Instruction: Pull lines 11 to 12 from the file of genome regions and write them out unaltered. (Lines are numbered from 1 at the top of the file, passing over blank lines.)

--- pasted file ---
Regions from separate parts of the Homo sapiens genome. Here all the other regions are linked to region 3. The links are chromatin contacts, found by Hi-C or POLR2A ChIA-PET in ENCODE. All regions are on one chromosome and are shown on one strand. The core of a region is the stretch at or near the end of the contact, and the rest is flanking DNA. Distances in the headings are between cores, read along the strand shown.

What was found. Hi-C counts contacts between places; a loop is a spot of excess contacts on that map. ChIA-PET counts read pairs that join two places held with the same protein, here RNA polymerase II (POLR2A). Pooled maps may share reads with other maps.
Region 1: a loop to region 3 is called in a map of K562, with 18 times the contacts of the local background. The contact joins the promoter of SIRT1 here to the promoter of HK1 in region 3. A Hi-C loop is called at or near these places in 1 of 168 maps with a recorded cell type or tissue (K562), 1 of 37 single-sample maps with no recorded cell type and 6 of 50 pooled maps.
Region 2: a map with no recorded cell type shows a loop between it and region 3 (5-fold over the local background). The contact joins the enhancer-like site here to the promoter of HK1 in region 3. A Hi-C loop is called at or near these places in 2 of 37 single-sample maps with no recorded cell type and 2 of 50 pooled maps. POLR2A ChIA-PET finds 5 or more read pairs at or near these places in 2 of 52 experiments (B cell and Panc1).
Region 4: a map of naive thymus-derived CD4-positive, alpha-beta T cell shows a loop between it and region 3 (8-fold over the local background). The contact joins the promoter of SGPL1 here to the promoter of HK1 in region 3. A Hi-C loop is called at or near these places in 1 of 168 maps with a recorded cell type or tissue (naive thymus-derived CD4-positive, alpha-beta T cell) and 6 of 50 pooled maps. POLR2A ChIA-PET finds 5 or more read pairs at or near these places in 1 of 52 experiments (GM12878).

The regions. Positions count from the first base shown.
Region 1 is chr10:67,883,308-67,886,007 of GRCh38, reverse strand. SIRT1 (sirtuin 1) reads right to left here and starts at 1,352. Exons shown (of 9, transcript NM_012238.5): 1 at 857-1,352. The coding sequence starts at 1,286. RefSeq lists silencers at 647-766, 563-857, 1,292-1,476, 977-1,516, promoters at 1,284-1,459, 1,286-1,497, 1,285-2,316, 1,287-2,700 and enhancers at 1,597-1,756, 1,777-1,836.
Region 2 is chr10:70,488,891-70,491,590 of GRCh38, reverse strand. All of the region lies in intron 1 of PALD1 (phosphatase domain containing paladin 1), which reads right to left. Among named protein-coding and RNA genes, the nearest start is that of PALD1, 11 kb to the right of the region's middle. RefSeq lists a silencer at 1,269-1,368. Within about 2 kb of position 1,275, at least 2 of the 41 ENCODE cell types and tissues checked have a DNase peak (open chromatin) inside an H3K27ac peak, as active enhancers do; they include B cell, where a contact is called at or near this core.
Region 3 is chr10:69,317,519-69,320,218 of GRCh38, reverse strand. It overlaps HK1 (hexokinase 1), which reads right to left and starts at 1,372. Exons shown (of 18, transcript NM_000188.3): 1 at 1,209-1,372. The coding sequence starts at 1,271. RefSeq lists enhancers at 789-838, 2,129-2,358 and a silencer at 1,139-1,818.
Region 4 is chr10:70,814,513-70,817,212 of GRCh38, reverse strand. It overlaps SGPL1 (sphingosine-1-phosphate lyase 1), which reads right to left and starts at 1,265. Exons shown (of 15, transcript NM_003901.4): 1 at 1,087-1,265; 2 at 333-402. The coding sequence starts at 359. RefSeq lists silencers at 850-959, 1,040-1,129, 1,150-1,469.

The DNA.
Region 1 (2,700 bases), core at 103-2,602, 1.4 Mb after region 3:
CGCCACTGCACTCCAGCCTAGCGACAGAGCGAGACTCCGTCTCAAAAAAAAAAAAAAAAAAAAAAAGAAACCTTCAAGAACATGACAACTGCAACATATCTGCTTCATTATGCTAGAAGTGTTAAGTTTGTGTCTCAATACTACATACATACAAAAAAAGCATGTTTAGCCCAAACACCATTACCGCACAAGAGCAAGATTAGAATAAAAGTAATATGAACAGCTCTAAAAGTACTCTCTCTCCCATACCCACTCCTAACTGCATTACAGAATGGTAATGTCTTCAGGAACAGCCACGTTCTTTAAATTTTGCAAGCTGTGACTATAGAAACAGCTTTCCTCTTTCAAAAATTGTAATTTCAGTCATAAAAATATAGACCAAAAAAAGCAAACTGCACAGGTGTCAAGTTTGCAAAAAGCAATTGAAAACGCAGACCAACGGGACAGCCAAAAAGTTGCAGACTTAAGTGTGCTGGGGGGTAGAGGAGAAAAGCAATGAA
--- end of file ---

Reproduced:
The DNA.
Region 1 (2,700 bases), core at 103-2,602, 1.4 Mb after region 3: